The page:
Who are we wearing to celebrate Ausmusic T-Shirt Day?

Who are we wearing to celebrate Ausmusic T-Shirt Day?

Today is a special edition of Ausmusic T-Shirt Day to support struggling artists during the COVID-19 crisis. On The Record’s biggest Australian music enthusiasts are letting you into their wardrobes to see what they’ll be wearing. (Image sources: Nikita Skuse, Gabby Torpey & Lara Pacillo)

 By Nikita Skuse | @nikita_skuse

Triple J and Support Act’s ‘Ausmusic T-Shirt Day’ has come early this year to get people out of their pyjamas and raise some much-needed funds for Australia musicians.

The event that is usually celebrated during November’s Ausmusic Month has been brought forward for a special edition to support struggling artists affected by COVID-19.

Because of social distancing restrictions currently in place in Australia, all music gigs and festivals have either been postponed or cancelled, creating a $330 million loss so far for the Australian arts industry.

Ausmusic T-Shirt Day encourages music fans to buy merch from the acts they love, which is especially significant in a time when these artists are losing a huge portion of their income.

Although it’s too late to have a t-shirt delivered to your door in time for the big event today, band shirts never go out of style. If you still want to support the Australian music industry Support Act has collated a whole list of artist’s online stores where you can get your hands on a sweet tee.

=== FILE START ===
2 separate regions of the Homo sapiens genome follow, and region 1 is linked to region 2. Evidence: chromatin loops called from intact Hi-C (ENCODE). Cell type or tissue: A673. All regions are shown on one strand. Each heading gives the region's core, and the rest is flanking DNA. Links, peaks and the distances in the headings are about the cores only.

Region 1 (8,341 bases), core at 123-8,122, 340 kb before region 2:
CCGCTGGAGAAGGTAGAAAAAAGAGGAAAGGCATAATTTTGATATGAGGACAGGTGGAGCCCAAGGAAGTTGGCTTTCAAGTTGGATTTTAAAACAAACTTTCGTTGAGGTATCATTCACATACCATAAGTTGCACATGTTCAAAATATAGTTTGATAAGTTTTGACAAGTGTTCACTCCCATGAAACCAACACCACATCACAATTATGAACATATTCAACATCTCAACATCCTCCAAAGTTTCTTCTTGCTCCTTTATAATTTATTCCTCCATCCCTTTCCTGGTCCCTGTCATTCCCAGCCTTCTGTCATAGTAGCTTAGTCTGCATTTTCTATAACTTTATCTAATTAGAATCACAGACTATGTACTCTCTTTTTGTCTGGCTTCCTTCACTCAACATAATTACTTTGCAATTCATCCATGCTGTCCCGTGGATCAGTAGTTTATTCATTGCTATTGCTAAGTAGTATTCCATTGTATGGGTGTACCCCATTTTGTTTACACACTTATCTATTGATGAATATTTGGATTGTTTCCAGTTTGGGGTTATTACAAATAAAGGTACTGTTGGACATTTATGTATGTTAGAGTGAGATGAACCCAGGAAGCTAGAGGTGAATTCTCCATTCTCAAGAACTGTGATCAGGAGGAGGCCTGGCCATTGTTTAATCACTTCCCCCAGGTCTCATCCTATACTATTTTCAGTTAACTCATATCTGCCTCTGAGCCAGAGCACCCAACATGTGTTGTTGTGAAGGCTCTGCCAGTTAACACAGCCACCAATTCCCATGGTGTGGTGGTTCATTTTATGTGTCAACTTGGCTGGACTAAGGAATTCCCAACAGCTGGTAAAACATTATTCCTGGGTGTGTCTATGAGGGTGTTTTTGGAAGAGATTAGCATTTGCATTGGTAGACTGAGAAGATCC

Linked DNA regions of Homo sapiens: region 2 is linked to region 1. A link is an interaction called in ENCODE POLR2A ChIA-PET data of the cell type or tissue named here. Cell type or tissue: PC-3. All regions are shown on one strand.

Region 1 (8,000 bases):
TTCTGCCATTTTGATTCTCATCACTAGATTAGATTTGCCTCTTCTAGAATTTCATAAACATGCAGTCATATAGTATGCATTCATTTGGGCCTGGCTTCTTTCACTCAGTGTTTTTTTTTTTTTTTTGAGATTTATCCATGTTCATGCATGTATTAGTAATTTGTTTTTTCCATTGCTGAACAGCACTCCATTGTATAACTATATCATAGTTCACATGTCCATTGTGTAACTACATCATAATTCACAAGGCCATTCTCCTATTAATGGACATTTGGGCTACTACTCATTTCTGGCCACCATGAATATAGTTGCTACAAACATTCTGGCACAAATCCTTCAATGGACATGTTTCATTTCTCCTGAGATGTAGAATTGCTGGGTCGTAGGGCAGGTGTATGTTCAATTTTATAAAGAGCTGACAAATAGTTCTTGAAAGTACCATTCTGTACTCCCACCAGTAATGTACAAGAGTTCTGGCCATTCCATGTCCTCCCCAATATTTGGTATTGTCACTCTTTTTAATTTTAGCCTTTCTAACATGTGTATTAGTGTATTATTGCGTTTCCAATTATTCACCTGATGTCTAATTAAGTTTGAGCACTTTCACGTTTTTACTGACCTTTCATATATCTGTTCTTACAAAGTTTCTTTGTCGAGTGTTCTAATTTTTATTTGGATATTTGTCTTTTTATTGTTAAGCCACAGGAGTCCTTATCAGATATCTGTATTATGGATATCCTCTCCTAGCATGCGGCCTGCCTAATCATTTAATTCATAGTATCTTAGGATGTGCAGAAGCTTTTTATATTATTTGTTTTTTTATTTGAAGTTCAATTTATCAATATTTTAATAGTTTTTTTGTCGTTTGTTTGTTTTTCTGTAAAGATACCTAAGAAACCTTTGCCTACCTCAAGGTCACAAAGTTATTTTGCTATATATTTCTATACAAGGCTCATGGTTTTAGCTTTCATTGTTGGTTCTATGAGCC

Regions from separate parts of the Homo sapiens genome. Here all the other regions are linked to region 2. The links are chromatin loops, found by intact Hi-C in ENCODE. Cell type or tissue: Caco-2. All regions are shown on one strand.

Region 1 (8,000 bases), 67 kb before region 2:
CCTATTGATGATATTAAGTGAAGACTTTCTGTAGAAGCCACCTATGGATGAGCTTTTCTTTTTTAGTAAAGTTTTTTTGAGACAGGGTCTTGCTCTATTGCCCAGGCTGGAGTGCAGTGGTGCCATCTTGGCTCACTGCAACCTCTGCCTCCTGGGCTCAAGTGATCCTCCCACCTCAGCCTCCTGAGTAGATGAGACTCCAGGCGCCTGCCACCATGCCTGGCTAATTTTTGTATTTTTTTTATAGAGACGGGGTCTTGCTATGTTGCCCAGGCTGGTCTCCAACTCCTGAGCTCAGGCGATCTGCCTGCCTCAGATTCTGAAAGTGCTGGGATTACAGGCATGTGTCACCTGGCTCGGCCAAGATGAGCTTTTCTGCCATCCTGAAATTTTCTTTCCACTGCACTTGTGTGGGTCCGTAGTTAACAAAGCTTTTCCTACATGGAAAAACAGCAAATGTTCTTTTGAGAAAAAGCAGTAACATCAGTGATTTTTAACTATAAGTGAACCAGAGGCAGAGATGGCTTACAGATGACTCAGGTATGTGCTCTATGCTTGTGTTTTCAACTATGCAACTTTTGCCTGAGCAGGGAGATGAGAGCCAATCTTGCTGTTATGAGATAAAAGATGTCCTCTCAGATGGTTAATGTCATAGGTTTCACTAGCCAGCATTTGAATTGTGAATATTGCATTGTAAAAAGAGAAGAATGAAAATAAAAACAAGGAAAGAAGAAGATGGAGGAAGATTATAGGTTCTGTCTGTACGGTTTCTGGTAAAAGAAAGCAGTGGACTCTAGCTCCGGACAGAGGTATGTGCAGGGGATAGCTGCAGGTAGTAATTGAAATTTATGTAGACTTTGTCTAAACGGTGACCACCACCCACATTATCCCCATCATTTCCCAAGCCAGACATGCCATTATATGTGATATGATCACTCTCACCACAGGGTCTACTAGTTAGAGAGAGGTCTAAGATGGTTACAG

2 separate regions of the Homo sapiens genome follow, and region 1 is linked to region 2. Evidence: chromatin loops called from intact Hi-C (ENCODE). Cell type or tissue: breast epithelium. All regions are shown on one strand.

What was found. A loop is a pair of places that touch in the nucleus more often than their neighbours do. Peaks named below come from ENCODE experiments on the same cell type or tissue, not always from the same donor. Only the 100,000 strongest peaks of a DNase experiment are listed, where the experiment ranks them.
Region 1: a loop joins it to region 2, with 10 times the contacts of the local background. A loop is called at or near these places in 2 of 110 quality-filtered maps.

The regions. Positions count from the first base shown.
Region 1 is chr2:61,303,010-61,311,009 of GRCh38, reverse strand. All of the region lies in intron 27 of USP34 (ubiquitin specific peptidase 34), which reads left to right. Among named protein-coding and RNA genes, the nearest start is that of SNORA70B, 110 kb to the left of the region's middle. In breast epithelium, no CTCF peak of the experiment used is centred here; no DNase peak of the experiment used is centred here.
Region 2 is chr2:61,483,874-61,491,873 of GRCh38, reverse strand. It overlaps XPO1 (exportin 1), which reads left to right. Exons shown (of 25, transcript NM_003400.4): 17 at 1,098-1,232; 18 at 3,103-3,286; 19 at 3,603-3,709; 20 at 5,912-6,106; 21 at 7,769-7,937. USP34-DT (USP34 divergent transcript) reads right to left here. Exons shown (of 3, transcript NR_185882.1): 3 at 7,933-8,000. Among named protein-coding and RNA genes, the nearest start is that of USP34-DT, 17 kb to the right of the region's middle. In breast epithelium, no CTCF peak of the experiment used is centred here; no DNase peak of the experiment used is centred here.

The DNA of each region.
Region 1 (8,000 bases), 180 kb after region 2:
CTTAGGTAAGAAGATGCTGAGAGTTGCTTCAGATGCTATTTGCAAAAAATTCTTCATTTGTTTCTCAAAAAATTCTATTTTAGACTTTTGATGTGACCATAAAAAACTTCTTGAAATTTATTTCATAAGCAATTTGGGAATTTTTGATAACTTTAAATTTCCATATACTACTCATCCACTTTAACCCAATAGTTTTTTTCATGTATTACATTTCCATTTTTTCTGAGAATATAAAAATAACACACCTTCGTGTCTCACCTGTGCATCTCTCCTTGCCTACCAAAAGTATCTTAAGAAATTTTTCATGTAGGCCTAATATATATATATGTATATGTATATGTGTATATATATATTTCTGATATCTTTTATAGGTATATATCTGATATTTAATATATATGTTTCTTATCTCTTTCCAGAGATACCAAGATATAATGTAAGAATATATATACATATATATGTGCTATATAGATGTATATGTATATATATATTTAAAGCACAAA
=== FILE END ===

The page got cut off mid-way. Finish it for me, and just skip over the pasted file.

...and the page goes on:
So, without further ado, the music fans at On The Record will each tell you a bit about the Ausmusic t-shirts we’re donning today as inspiration for your next purchase and to pay homage to the Australian artists we couldn’t do without:

I’m wearing G Flip


(Image source: Nikita Skuse)


It was a hard choice on what to wear for Ausmusic T-Shirt Day this year but I was in the mood to revert to my first ever purchase.

I bought this tee the first time I saw G Flip play at Spin Off Festival. I got stuck in the coat check line before her set and was so stressed I wouldn’t get a prime position. I walked in just as she was starting and surprisingly didn’t even have to struggle to get pretty darn close to the barrier. Barely anyone in Adelaide really knew who she was back then. It’s crazy to think how far she’s come now.

After her 2018 gig at Jive, she stuck around and was up for a chat with everyone. She’s also probably one of the very few artists that will reply to (or at least acknowledge) every single Instagram DM she receives. If you don’t believe me, try it. Mention Crocs for extra cred.

While being in isolation she’s recorded a heap of demos of unreleased songs that you can catch on her YouTube channel. Because of the pandemic she has also postponed her tour in May and has urged people to hold onto their tickets if they can, promising on Instagram that once the gigs go ahead they’ll be “slamming”.

Gabby Torpey (sub-editor) is wearing Paul Kelly and Neil Finn


(Image source: Gabby Torpey)